In practice, this procedure becomes like any camp routine such as pitching a tarp or building a fire—virtually automatic. But if my explanation is unclear, take a look at this video wherein I demonstrate the bottle at the core of the system.
Reviewing the Sodas
My team of experts—my boys—and I found the sodas to be palatable. “Not as fizzy, dad, as my regular root beer,” said my sixth grade expert, and this critique is one that holds true for all the Pat’s Backcountry beverages I made using this system.
The carbonation the system produces is finer than carbon dioxide-injected, store-bought beverages or most naturally fermented beverages. I would call it subtle but apparent, like a beverage in a two-liter bottle that has been open for a day or two.
Soda flavors are rich and recognizable given their labels—All-Natural Root Beer tasted like what I think of as being root beer, All-Natural Cola tasted like cola (maybe more like Pepsi than Coke). We’ll call them more or less true to taste, but with less effervescent carbonation. The low carbonation did cause hesitance from my kids: while they loved the wow factor of being able to make these drinks in the wilderness, they said they were “different” due to the lower carbonation.
Fair enough. But testing the root beer again on an unseasonably warm day in the Uhwharrie Mountains (64˚ F), I found the root beer to be perfect: carbonated enough to tickle the tongue, rich in flavor, and satisfying after a brisk hike to camp. Context influences perception.
Reviewing the Beers
Like the sodas, the beers had a smoother, subtler carbonation than most store-bought brews. The beers both had a distinctive flavor (not unpleasant) that I attributed to the activator ingredients, something that the soda concentrates seemed to mask more effectively with their thicker, more syrupy concentrates. Initially, this flavor got my attention, but after a few sips, the effect was less obvious. Pinning down the exact flavor of this activator is elusive—it is a vaguely citrusy-soda-watery.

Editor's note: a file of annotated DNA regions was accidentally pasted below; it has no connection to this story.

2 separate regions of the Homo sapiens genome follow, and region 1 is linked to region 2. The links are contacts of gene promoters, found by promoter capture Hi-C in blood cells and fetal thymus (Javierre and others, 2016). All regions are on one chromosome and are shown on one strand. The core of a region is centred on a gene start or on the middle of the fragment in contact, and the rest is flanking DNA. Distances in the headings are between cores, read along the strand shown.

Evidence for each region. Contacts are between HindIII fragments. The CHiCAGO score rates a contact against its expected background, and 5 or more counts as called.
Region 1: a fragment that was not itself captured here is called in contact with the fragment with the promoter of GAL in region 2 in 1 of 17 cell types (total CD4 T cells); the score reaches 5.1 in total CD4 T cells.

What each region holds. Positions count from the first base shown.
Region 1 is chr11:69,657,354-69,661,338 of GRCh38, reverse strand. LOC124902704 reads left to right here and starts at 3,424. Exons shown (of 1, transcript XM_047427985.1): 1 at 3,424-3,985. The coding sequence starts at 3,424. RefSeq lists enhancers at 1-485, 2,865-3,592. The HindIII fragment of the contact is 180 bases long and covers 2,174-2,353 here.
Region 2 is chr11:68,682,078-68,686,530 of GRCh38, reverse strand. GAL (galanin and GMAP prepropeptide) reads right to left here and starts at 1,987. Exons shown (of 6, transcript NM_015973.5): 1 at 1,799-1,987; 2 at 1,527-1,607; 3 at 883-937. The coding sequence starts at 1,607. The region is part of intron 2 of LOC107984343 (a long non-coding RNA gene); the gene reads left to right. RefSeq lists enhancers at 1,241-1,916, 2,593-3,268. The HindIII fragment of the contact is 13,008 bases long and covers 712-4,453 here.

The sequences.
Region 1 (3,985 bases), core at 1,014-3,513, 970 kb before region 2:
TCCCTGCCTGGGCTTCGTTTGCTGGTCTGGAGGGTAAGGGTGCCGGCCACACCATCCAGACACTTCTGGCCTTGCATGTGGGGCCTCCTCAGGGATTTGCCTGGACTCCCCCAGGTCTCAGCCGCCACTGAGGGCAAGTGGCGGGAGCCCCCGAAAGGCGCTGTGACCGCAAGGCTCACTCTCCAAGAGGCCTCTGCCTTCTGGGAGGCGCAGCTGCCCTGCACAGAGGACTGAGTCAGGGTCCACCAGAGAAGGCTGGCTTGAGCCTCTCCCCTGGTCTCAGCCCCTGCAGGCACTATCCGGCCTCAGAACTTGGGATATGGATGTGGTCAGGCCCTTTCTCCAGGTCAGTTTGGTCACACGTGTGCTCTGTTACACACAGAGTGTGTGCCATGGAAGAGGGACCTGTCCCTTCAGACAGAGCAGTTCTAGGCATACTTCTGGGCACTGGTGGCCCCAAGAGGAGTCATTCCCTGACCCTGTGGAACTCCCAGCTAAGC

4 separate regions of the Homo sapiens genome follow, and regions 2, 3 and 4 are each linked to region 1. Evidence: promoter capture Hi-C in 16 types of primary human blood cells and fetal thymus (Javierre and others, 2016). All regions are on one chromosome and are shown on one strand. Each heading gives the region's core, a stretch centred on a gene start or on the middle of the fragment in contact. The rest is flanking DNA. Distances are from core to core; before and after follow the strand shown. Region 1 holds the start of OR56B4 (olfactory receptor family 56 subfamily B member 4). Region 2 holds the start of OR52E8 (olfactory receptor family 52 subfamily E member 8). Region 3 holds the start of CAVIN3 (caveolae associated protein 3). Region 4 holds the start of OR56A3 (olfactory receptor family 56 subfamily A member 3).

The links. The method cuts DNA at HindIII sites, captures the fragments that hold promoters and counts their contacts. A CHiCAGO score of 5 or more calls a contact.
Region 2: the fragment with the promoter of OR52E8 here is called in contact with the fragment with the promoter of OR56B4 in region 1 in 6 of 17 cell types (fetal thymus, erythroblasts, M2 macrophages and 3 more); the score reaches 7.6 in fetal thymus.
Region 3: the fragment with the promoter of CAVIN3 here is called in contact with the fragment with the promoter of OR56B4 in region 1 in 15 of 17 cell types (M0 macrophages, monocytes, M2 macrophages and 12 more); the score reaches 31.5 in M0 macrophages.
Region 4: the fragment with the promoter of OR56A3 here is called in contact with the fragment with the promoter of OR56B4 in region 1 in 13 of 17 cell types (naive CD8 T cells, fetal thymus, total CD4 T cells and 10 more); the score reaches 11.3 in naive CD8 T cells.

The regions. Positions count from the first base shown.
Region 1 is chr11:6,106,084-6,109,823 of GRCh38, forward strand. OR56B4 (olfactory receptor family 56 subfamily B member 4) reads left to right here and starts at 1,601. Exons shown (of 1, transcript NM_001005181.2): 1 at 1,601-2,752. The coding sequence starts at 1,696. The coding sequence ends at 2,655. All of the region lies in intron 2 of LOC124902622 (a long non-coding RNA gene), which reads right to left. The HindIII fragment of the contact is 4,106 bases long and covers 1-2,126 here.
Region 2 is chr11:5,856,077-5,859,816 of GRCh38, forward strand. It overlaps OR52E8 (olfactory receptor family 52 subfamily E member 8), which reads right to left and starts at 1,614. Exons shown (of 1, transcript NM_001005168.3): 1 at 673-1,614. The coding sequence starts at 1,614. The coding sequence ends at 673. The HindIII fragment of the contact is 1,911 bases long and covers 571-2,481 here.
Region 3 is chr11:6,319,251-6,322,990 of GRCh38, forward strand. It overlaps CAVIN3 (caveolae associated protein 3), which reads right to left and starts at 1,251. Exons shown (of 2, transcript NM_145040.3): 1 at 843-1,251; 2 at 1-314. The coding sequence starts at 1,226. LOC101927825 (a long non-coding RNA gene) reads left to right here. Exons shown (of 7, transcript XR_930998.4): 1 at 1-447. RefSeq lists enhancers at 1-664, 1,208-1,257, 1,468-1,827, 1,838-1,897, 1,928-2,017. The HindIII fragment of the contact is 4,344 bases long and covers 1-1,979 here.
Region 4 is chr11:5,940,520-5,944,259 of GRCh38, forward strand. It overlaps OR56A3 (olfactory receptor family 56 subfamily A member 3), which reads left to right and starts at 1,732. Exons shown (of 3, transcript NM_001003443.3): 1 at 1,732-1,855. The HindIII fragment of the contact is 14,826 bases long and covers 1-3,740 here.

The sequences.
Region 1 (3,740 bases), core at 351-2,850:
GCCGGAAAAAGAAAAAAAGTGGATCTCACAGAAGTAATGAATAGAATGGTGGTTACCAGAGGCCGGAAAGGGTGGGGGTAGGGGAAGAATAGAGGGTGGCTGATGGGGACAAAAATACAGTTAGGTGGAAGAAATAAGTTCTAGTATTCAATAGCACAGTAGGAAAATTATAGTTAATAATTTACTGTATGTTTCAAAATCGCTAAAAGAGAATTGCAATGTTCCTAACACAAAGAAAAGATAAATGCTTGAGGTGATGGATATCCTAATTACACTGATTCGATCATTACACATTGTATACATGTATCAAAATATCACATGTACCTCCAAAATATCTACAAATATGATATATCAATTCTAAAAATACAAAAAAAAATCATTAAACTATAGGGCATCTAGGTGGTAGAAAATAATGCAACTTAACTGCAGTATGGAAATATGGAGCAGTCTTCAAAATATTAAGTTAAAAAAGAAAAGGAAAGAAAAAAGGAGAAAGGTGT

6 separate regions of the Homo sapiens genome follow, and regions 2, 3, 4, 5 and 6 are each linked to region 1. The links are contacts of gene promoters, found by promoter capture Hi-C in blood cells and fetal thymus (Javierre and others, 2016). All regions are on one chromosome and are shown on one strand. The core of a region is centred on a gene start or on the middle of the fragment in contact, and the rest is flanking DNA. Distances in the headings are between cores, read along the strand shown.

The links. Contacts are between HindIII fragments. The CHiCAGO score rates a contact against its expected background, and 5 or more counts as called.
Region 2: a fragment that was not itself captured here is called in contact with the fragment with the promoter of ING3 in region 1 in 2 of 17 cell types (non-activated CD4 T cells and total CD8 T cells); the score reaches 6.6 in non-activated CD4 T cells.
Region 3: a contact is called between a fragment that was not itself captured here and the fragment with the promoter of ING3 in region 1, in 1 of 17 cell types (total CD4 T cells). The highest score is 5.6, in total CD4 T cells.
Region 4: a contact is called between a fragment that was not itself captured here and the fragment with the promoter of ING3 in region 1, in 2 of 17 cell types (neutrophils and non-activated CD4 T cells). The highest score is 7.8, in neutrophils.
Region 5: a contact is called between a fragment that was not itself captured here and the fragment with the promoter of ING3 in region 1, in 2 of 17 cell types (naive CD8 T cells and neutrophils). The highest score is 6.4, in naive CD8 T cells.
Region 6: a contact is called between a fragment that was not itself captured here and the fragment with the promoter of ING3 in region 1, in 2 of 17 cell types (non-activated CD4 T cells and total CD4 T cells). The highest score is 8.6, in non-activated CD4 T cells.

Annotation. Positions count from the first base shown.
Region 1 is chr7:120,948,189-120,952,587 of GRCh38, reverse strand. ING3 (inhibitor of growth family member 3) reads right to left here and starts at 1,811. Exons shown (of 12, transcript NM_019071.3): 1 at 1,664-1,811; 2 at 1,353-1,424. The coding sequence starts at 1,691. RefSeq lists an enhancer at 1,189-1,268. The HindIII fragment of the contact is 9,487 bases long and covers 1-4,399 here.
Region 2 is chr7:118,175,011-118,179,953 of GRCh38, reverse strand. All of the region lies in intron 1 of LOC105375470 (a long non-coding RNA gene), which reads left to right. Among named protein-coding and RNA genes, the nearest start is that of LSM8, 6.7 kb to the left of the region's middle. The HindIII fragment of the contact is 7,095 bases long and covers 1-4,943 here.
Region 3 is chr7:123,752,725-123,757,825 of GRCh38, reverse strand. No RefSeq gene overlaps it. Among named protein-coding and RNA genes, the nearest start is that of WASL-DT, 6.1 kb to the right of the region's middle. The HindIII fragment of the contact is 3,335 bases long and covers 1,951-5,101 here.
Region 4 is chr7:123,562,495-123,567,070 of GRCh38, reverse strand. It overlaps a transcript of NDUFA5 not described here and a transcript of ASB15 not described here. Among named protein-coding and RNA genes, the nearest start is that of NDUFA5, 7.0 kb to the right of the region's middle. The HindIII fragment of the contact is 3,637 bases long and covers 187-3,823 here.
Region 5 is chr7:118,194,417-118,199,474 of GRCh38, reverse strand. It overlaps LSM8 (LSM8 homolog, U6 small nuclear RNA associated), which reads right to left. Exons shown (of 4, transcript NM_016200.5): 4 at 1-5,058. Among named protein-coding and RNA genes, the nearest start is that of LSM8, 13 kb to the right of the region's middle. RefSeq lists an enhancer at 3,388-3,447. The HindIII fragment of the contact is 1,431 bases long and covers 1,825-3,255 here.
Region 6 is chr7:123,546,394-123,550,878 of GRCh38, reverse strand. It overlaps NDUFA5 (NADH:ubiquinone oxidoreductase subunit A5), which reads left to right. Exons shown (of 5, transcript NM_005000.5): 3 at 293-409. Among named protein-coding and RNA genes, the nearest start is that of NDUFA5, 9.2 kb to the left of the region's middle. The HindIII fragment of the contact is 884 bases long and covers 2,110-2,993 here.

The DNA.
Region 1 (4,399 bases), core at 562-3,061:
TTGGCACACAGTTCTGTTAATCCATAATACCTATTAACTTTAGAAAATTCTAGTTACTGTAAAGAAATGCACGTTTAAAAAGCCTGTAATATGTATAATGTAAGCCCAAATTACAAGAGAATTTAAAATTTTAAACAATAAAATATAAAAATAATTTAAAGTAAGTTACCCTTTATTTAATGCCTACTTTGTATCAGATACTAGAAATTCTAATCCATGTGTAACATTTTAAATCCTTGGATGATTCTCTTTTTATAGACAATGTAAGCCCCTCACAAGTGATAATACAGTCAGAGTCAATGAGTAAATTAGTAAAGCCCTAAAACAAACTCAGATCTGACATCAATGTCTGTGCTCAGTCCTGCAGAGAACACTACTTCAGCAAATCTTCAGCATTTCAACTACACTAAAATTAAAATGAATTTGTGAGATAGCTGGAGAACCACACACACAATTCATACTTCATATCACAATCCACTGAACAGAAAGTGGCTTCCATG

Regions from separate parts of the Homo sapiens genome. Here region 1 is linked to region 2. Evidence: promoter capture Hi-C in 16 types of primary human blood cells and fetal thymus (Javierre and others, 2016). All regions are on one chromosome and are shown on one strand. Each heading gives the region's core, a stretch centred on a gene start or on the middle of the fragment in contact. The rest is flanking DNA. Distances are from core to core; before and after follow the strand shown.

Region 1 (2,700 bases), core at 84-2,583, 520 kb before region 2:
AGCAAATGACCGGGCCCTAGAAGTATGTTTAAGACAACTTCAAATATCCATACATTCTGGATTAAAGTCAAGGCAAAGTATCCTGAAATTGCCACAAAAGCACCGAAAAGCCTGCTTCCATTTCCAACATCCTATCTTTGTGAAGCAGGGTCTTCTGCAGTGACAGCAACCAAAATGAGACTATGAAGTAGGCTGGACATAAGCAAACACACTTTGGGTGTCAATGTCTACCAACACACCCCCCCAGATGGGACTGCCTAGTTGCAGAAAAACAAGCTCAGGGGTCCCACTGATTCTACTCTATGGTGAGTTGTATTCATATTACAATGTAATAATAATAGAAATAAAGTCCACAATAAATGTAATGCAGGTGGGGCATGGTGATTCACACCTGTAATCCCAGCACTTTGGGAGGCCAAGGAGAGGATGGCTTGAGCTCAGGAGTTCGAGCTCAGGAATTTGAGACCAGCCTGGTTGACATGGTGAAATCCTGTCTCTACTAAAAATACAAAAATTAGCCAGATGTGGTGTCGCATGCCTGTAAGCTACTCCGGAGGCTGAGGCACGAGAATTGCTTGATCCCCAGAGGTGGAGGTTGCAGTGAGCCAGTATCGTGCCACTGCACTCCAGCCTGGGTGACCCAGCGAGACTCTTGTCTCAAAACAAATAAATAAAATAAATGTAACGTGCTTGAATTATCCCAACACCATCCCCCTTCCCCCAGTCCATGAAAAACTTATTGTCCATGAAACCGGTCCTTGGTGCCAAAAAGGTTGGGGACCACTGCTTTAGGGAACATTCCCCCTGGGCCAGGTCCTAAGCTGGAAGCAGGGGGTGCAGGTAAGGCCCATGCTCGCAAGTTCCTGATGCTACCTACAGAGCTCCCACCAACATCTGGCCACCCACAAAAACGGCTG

The Black Hops (6.1% ABV/ pint) is described by Pat’s as “hand crafted using the world's most environmentally friendly brewing process. Generous additions of Cascade hops combined with a bold blend of dark roasted malts creates a smooth yet robust craft brew.” This was the richer, heavier, and maltier of the two brews. That also translated into less susceptible to having the activator flavors intrude.
For me that was a bonus, but I also like dark beer, and this has a dark chocolate hue. I enjoyed relaxing in my hammock with a Black Hops on a clear 33˚ F day!
The Pail Rail (5.2% ABV/ pint) is the lighter brew, reddish in color and described by Pat’s as being “hand crafted using the world’s most environmentally friendly brewing process. A delicate blend of aromatic malts and Cascade hops delivers a complex, yet well-balanced, craft brew.”
This was to my palate the milder of the two brews. Review Corps member KiwiKlimber noted that it sounded like the Pail Rail was a summer brew, and I think that is a fair description. I'd love to try one of these mid-July after a brutal uphill climb.
Because Pail Rail is the milder one, it was also a bit more subject to the flavor infusion I attributed to the activator ingredients. I found myself wanting to have the second and third sip to lessen this curious flavor, but never did this keep me from finishing a brew: I liked Pail Rail, but I would have liked to have the activator ingredients assume a less prominent role in the flavor synthesis. I can only imagine what a dice roll it is to brew beer, knowing that the final product will be carbonated with an infusion—part-science, part-art. I imagine Pat’s will keep toying with recipes.
The product quality of this system is good. The bottle feels as solid as any Nalgene, although after some use, the threads on the lid got a little quirky—be careful not to over tighten the carbonation chamber. Activator packets and beverage concentrates come in easy-tear, air-tight packaging with adequate directions included. Nothing feels cheap about this system.
Let’s talk weight and let’s get the obvious out of the way: no ultralight purist would sanction carrying the extra weight required to make your own carbonated sodas or beer in the backcountry. But for those who may want a little refreshment beyond potable water, the weight is this: for 11.5 oz./ 327 grams, you can tote the bottle, an activator packet, and a beverage concentrate along on your quest.